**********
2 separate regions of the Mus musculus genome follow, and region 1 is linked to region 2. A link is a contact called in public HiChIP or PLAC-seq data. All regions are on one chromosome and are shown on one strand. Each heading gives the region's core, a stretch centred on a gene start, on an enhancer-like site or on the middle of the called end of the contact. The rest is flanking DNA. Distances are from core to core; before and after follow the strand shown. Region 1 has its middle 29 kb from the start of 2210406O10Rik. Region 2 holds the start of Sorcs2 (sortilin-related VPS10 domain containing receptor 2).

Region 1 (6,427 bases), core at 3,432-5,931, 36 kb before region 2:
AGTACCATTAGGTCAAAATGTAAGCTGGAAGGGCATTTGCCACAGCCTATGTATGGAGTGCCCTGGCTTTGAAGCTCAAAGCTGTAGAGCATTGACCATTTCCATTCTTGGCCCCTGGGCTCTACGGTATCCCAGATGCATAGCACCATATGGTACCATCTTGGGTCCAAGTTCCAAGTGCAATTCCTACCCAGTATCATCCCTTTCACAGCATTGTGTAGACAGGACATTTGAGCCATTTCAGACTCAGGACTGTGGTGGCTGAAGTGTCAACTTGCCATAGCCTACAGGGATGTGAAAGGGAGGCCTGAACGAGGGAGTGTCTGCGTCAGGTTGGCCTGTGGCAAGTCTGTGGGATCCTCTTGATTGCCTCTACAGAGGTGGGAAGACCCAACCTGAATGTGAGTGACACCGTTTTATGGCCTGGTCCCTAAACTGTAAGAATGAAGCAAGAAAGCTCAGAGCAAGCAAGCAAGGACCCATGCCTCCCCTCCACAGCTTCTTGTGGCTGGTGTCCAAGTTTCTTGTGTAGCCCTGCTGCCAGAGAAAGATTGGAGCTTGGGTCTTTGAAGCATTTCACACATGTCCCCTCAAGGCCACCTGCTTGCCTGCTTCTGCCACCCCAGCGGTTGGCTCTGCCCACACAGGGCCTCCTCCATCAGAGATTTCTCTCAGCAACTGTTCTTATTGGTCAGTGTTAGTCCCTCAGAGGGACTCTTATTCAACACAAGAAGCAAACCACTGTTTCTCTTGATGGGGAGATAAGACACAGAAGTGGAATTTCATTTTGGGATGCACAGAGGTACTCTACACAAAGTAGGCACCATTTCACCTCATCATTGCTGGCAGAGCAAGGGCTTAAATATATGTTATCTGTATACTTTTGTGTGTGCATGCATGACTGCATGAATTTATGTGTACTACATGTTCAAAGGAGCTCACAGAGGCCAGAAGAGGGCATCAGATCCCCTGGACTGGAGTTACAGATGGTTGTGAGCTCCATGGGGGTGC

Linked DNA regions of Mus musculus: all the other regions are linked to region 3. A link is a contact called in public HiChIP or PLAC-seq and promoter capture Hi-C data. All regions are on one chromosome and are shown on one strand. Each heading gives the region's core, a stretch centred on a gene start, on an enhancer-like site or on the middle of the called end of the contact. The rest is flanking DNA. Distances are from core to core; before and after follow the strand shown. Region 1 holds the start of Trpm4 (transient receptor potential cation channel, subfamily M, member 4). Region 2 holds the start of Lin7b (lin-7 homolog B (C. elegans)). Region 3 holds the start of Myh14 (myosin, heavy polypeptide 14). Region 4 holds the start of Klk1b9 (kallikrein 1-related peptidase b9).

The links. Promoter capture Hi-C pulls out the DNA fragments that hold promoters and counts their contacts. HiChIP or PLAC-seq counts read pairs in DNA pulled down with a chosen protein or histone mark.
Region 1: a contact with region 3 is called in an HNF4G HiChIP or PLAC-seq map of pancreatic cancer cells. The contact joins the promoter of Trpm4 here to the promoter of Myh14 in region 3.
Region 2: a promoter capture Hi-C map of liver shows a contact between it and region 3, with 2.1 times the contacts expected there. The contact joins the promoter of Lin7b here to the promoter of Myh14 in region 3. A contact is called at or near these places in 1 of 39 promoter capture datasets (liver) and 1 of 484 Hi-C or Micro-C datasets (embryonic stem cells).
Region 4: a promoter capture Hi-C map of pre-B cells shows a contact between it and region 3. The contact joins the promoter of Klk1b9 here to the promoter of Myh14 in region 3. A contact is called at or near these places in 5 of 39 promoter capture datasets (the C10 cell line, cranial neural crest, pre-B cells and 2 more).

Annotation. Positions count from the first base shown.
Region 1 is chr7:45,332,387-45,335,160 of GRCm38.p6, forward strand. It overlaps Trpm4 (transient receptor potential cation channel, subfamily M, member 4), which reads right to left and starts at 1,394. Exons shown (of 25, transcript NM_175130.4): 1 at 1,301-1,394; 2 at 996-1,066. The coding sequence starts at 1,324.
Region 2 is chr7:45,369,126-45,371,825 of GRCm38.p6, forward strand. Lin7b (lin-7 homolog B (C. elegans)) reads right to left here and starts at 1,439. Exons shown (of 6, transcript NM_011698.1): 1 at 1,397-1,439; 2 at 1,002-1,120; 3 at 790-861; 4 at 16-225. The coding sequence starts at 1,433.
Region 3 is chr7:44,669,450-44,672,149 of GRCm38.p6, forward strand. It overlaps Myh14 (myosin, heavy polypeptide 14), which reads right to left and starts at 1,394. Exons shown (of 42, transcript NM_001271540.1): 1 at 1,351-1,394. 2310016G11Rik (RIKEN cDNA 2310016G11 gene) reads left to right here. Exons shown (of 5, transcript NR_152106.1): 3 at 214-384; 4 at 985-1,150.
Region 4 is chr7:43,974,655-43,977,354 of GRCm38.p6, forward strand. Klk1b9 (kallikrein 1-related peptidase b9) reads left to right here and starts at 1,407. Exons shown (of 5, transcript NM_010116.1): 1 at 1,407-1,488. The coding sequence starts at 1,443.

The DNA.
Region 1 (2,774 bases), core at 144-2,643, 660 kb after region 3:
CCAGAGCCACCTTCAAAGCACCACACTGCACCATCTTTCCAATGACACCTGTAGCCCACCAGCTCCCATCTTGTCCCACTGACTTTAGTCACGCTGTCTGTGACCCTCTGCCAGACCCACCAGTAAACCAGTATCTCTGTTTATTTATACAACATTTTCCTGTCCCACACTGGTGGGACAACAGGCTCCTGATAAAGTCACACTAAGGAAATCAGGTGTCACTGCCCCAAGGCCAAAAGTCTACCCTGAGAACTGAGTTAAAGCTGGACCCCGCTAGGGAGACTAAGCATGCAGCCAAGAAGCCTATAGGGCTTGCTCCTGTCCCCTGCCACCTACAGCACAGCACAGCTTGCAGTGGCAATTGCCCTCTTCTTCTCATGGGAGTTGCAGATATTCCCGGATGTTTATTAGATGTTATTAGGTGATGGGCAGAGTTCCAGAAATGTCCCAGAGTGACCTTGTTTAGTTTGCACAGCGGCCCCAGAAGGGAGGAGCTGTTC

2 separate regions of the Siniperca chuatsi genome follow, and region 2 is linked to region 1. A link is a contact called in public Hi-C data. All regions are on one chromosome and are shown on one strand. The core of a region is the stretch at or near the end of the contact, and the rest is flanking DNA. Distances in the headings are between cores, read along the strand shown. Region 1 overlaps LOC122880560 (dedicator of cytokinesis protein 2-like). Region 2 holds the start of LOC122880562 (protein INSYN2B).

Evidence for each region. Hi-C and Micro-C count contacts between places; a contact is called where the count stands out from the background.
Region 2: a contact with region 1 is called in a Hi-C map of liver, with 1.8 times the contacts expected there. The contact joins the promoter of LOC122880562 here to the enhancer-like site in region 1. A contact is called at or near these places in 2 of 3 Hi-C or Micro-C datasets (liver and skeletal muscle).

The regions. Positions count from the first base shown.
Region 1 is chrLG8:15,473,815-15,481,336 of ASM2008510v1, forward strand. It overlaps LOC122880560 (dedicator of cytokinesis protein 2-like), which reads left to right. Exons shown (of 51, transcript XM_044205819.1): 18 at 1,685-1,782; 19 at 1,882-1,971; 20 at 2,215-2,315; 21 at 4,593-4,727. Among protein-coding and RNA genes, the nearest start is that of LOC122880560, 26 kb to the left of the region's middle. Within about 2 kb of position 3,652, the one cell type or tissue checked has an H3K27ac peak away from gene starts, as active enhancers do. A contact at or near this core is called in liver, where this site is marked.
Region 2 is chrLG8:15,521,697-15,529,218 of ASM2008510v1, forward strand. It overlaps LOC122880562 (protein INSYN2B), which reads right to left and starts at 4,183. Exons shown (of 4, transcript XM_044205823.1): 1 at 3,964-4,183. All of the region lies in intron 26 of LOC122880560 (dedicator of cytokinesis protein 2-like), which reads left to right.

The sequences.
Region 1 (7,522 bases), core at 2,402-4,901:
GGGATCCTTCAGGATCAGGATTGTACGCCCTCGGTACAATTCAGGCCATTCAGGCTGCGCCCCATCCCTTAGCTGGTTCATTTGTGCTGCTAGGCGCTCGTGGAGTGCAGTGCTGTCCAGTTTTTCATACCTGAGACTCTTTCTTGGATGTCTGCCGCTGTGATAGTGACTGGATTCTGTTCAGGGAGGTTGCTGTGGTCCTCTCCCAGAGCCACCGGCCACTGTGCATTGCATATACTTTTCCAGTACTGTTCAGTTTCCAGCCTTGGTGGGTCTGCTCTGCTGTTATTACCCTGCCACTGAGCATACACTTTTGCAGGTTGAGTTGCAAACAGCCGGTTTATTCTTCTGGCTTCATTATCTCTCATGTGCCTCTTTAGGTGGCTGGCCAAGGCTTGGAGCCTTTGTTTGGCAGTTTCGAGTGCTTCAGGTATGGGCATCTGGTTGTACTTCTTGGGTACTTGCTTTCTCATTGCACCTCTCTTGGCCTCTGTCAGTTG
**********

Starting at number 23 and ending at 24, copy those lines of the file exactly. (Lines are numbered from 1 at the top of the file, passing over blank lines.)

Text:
The sequences.
Region 1 (7,522 bases), core at 2,402-4,901: